The path-breaking discovery of induced pluripotent stem cells has fuelled the scientific advancements of stem cells. Nevertheless, the need to ensure the safety of stem cell therapy at translational level is still at large, prompting scientists to use animal models which are genetically and anatomically homologous to that of humans. Dogs, being genomically and physiologically more similar to humans serve as better models in mimicking human diseases as compared to rodents. The heterogeneity in canine breeds offers an excellent opportunity to comprehend the complexities of many genetic diseases, making them exceptional tools for stem cell therapies. Various canine gene therapy models have paved the foundation for strategizing therapies for humans. But a similar progress is lacking in utilizing canine stem cells for stem cell-based therapies in both dogs and humans. This review attempts to bridge the gap, by articulating the key differences in canine pluripotency pathways, based on the recent derivation of canine embryonic stem cells (cESCs) and canine induced pluripotent stem cells (ciPSCs), thereby attempting to position dog in the reprogramming landscape. The potential clinical application of canine iPSCs also offers great hope to canine patients and might lead to significant contributions in veterinary medicine.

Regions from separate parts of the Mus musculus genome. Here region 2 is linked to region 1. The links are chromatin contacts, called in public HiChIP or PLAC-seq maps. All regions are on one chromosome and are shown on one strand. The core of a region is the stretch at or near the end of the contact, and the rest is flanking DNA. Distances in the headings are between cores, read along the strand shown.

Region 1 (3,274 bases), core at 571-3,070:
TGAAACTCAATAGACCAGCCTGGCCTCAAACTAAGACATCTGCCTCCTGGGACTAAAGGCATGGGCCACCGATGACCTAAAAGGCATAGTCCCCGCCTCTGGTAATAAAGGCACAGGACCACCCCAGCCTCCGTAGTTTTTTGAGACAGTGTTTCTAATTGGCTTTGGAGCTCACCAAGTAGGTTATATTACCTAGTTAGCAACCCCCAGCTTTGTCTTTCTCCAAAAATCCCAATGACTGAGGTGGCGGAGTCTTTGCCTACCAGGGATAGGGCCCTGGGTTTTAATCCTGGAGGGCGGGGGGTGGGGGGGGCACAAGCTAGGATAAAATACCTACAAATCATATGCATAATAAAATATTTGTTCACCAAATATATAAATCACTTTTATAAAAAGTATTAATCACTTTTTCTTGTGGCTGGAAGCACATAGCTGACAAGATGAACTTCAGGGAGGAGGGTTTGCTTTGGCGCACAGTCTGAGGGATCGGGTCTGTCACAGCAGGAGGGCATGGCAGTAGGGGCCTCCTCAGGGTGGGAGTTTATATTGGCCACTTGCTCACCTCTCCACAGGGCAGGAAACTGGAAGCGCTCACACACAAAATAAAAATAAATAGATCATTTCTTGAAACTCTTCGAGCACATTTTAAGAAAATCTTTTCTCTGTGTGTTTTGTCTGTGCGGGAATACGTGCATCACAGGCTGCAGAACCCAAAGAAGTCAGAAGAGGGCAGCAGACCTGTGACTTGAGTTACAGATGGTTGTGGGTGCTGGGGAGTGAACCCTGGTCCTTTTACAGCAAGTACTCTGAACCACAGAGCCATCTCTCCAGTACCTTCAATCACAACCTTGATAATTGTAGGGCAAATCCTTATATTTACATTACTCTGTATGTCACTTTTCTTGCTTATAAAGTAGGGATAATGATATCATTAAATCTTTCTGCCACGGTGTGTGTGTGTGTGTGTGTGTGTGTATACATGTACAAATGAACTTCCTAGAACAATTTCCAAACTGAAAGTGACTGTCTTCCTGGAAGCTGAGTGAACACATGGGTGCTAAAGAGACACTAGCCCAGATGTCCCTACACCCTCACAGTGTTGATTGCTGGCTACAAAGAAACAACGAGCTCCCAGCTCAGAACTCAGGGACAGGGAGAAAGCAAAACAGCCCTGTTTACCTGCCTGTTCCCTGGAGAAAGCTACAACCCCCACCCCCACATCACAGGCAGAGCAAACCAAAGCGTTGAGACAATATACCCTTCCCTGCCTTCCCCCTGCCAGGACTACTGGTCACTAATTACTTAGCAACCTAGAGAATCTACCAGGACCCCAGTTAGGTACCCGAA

All Science Journal Classification (ASJC) codes
- Cell Biology